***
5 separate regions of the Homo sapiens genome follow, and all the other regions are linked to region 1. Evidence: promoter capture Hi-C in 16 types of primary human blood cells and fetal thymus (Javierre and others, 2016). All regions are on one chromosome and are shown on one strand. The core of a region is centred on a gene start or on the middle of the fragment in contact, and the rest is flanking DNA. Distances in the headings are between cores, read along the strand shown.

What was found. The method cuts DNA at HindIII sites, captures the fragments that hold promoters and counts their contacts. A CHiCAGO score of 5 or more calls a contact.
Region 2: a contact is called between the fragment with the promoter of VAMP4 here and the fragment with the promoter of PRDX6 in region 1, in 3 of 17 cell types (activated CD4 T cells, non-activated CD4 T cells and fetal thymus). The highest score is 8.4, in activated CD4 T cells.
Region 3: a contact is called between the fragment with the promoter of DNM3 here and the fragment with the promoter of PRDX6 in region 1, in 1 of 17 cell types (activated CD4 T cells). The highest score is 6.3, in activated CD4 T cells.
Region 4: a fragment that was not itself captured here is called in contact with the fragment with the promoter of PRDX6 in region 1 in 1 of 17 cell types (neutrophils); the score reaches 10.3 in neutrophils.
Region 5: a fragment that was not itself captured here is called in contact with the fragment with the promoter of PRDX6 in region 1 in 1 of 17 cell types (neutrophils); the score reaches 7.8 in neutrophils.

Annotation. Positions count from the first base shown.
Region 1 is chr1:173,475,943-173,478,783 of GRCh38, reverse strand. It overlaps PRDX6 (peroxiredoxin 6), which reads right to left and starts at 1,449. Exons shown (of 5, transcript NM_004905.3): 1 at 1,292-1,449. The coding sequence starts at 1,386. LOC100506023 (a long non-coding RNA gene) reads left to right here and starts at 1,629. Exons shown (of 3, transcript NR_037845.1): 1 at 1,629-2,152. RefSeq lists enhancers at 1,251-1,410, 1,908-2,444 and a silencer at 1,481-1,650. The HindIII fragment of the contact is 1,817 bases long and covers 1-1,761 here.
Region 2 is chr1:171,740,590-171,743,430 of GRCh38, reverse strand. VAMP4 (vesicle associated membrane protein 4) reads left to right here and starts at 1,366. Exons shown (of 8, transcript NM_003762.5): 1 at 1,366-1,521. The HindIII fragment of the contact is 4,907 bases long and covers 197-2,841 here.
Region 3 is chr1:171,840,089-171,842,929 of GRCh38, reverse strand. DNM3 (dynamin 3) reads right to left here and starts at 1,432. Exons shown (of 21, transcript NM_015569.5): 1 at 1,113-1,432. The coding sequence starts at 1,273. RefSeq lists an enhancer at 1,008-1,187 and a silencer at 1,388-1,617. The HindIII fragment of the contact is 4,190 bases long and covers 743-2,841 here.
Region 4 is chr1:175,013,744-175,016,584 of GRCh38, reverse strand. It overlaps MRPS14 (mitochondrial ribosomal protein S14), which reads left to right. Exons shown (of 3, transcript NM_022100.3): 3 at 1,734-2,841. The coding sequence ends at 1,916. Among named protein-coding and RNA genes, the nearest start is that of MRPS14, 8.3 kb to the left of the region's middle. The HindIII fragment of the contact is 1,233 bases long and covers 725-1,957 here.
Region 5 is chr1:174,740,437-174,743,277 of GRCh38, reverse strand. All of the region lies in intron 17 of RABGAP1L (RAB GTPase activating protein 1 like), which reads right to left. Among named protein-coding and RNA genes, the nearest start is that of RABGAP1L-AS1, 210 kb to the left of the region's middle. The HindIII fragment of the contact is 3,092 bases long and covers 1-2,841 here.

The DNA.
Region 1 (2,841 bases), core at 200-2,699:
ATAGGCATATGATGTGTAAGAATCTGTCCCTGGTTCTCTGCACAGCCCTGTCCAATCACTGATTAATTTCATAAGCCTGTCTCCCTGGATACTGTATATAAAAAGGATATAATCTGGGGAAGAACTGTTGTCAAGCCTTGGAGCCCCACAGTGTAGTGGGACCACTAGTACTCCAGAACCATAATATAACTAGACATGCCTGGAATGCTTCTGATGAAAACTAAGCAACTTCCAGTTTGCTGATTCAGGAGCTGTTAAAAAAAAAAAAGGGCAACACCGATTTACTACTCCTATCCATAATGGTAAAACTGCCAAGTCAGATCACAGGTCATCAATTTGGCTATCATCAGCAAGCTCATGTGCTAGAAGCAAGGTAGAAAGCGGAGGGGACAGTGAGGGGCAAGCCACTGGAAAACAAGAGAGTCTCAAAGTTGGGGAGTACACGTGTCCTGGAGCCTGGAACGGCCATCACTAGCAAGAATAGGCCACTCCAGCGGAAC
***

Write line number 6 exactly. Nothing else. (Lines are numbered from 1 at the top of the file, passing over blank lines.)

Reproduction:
Region 5: a fragment that was not itself captured here is called in contact with the fragment with the promoter of PRDX6 in region 1 in 1 of 17 cell types (neutrophils); the score reaches 7.8 in neutrophils.